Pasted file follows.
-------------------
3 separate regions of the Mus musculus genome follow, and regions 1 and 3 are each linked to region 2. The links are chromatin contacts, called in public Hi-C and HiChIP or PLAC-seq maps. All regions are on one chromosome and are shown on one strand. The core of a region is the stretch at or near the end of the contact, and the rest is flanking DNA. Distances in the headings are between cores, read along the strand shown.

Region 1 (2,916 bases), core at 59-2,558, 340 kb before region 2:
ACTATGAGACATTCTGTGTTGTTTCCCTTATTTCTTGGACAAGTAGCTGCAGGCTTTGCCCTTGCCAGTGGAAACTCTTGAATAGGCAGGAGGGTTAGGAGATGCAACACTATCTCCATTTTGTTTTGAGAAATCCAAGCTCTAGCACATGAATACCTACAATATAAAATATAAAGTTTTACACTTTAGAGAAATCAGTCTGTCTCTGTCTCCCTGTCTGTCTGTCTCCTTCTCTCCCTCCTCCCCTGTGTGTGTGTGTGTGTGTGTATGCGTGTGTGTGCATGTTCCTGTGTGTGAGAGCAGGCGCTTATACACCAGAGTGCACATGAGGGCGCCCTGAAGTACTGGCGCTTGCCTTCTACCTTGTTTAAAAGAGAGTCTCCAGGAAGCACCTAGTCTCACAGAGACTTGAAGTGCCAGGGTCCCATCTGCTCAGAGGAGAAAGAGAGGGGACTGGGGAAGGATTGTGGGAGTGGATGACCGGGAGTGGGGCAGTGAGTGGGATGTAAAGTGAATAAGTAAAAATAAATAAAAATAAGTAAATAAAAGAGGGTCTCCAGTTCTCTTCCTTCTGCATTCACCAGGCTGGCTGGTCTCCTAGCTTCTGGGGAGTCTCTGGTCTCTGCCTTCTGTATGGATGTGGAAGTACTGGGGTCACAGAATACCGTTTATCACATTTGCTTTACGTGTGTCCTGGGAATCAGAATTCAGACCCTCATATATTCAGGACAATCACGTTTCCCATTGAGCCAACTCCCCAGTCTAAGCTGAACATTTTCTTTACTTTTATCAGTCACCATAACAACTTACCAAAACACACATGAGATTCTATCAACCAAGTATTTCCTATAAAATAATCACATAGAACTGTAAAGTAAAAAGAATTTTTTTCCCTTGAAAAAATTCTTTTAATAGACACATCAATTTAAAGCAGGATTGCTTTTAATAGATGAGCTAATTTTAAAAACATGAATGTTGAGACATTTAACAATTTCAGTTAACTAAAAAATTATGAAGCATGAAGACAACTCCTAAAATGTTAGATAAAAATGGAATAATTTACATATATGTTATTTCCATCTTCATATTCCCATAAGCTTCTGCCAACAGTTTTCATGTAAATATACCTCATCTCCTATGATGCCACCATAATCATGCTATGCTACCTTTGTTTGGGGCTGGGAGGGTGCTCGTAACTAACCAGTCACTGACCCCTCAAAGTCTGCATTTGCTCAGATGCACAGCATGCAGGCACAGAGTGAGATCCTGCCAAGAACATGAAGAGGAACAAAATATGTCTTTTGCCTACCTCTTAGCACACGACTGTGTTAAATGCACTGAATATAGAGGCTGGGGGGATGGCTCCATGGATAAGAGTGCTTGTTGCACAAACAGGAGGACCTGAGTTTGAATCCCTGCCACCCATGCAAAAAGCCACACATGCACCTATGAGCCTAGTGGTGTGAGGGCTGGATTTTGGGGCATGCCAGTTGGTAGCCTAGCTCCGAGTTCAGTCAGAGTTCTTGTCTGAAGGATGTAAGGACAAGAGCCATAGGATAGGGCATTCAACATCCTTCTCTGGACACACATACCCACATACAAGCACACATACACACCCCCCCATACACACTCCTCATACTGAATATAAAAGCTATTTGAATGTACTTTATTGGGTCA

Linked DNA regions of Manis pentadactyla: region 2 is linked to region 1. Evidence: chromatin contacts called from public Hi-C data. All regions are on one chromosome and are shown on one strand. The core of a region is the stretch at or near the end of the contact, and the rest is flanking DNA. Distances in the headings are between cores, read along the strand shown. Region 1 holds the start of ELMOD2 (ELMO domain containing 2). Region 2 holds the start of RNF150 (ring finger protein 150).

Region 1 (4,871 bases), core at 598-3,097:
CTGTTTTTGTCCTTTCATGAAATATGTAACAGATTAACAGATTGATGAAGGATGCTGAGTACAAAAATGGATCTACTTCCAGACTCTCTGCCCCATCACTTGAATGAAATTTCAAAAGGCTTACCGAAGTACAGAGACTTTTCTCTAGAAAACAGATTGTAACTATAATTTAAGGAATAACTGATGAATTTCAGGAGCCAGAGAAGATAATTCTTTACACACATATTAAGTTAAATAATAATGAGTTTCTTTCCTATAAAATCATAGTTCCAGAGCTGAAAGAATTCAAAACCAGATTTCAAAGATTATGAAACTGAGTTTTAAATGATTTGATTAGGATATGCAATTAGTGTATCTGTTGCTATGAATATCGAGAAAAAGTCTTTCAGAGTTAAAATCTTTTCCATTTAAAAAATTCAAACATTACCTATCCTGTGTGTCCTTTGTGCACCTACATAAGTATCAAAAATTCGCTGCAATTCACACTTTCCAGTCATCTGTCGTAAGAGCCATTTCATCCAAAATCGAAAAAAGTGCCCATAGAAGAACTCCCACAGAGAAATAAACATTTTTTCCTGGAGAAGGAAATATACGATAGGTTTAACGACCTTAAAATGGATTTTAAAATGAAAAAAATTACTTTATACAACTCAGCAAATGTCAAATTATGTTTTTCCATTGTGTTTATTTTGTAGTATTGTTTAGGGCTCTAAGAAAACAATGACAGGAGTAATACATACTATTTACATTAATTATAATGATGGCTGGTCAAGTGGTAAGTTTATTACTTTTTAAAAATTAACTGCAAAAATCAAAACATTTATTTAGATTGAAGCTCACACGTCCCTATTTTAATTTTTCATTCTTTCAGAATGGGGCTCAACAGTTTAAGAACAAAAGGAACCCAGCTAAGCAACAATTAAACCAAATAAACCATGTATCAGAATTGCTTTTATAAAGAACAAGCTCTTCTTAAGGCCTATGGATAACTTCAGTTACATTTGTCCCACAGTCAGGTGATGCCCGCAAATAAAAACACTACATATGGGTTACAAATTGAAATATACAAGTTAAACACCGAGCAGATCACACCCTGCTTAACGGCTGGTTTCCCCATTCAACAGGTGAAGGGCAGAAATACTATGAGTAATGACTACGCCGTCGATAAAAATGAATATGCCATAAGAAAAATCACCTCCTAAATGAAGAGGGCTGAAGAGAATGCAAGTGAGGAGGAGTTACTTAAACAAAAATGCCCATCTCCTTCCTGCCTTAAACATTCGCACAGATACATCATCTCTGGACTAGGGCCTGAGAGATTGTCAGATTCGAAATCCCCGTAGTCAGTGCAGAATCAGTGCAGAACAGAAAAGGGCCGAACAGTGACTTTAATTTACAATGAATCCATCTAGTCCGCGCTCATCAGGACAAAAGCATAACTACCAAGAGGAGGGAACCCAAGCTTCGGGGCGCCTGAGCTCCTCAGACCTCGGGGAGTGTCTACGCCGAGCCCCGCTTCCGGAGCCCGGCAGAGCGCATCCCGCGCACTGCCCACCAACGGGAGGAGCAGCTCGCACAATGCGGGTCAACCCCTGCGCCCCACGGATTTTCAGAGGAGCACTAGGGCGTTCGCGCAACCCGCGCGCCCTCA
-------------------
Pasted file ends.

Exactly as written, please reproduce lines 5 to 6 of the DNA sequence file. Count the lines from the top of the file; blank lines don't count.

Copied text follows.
Region 1 (4,871 bases), core at 598-3,097:
CTGTTTTTGTCCTTTCATGAAATATGTAACAGATTAACAGATTGATGAAGGATGCTGAGTACAAAAATGGATCTACTTCCAGACTCTCTGCCCCATCACTTGAATGAAATTTCAAAAGGCTTACCGAAGTACAGAGACTTTTCTCTAGAAAACAGATTGTAACTATAATTTAAGGAATAACTGATGAATTTCAGGAGCCAGAGAAGATAATTCTTTACACACATATTAAGTTAAATAATAATGAGTTTCTTTCCTATAAAATCATAGTTCCAGAGCTGAAAGAATTCAAAACCAGATTTCAAAGATTATGAAACTGAGTTTTAAATGATTTGATTAGGATATGCAATTAGTGTATCTGTTGCTATGAATATCGAGAAAAAGTCTTTCAGAGTTAAAATCTTTTCCATTTAAAAAATTCAAACATTACCTATCCTGTGTGTCCTTTGTGCACCTACATAAGTATCAAAAATTCGCTGCAATTCACACTTTCCAGTCATCTGTCGTAAGAGCCATTTCATCCAAAATCGAAAAAAGTGCCCATAGAAGAACTCCCACAGAGAAATAAACATTTTTTCCTGGAGAAGGAAATATACGATAGGTTTAACGACCTTAAAATGGATTTTAAAATGAAAAAAATTACTTTATACAACTCAGCAAATGTCAAATTATGTTTTTCCATTGTGTTTATTTTGTAGTATTGTTTAGGGCTCTAAGAAAACAATGACAGGAGTAATACATACTATTTACATTAATTATAATGATGGCTGGTCAAGTGGTAAGTTTATTACTTTTTAAAAATTAACTGCAAAAATCAAAACATTTATTTAGATTGAAGCTCACACGTCCCTATTTTAATTTTTCATTCTTTCAGAATGGGGCTCAACAGTTTAAGAACAAAAGGAACCCAGCTAAGCAACAATTAAACCAAATAAACCATGTATCAGAATTGCTTTTATAAAGAACAAGCTCTTCTTAAGGCCTATGGATAACTTCAGTTACATTTGTCCCACAGTCAGGTGATGCCCGCAAATAAAAACACTACATATGGGTTACAAATTGAAATATACAAGTTAAACACCGAGCAGATCACACCCTGCTTAACGGCTGGTTTCCCCATTCAACAGGTGAAGGGCAGAAATACTATGAGTAATGACTACGCCGTCGATAAAAATGAATATGCCATAAGAAAAATCACCTCCTAAATGAAGAGGGCTGAAGAGAATGCAAGTGAGGAGGAGTTACTTAAACAAAAATGCCCATCTCCTTCCTGCCTTAAACATTCGCACAGATACATCATCTCTGGACTAGGGCCTGAGAGATTGTCAGATTCGAAATCCCCGTAGTCAGTGCAGAATCAGTGCAGAACAGAAAAGGGCCGAACAGTGACTTTAATTTACAATGAATCCATCTAGTCCGCGCTCATCAGGACAAAAGCATAACTACCAAGAGGAGGGAACCCAAGCTTCGGGGCGCCTGAGCTCCTCAGACCTCGGGGAGTGTCTACGCCGAGCCCCGCTTCCGGAGCCCGGCAGAGCGCATCCCGCGCACTGCCCACCAACGGGAGGAGCAGCTCGCACAATGCGGGTCAACCCCTGCGCCCCACGGATTTTCAGAGGAGCACTAGGGCGTTCGCGCAACCCGCGCGCCCTCA